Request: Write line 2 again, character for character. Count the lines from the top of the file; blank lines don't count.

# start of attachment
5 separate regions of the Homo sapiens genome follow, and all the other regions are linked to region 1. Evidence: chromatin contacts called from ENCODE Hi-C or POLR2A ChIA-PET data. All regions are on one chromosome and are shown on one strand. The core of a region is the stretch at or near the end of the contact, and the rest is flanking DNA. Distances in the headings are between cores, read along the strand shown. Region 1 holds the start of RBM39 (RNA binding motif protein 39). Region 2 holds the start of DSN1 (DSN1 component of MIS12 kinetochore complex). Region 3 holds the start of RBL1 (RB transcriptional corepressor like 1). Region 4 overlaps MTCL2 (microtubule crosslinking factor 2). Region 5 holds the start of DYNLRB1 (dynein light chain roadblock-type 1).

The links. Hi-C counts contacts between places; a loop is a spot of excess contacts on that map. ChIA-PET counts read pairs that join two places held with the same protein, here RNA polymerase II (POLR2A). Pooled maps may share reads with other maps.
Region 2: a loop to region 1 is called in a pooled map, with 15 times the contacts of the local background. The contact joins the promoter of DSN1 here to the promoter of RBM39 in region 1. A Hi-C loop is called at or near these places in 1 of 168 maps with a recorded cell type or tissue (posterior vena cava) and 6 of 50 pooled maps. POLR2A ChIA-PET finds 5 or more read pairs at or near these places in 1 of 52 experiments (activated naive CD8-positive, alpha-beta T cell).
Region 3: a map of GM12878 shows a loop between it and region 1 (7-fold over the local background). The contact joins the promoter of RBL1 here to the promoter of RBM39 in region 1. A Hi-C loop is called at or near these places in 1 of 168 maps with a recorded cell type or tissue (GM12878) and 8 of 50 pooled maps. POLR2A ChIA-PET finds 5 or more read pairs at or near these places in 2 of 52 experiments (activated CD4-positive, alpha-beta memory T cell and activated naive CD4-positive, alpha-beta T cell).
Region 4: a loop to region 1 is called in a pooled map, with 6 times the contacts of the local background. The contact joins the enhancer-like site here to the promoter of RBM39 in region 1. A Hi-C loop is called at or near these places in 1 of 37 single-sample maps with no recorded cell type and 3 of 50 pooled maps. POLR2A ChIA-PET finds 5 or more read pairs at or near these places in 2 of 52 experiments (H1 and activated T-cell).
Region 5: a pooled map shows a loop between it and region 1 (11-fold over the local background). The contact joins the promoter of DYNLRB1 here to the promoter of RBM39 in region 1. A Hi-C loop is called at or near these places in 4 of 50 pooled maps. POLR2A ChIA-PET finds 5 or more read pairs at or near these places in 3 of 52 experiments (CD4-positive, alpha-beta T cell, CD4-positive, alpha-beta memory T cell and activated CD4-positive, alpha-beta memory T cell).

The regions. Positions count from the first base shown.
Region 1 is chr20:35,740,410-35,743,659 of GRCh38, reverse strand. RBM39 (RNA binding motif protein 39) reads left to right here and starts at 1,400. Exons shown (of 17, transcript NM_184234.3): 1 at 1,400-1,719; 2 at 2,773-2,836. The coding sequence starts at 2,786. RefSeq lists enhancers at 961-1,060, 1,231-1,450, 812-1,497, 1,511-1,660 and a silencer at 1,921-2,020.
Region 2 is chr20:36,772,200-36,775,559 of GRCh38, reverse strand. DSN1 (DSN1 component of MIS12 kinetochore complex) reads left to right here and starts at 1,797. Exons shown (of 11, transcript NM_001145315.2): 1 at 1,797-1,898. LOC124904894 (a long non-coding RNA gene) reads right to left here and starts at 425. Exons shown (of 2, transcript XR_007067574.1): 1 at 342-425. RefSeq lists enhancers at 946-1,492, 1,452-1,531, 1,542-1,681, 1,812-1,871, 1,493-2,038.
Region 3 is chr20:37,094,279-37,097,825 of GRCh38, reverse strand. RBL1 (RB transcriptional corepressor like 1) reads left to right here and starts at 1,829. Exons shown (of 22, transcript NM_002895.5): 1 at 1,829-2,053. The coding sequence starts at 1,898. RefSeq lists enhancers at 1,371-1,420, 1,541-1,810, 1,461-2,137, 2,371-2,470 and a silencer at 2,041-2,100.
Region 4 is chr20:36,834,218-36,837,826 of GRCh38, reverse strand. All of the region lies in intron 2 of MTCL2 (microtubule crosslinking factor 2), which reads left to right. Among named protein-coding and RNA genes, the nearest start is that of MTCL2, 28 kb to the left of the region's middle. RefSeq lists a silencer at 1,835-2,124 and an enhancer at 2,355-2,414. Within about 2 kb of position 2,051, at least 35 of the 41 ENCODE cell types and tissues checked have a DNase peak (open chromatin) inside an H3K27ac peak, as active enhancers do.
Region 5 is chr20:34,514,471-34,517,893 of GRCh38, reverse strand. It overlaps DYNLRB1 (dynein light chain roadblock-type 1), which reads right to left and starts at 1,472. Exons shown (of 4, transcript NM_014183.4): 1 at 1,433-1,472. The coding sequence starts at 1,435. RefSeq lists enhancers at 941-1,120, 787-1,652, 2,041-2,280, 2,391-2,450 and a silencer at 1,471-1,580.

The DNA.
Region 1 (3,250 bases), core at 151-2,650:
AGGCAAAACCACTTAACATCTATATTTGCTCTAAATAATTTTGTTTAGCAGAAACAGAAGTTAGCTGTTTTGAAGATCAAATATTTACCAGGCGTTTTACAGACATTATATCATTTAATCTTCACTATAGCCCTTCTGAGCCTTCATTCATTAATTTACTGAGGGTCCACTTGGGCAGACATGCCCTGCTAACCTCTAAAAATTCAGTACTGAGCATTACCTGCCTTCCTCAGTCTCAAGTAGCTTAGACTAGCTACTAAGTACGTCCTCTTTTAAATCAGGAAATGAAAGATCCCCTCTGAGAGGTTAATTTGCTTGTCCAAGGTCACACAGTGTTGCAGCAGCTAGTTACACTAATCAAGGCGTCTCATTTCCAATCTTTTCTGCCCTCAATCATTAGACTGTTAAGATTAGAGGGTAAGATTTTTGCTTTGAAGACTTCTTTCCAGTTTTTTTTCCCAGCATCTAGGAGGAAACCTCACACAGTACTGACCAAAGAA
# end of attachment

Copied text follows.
The links. Hi-C counts contacts between places; a loop is a spot of excess contacts on that map. ChIA-PET counts read pairs that join two places held with the same protein, here RNA polymerase II (POLR2A). Pooled maps may share reads with other maps.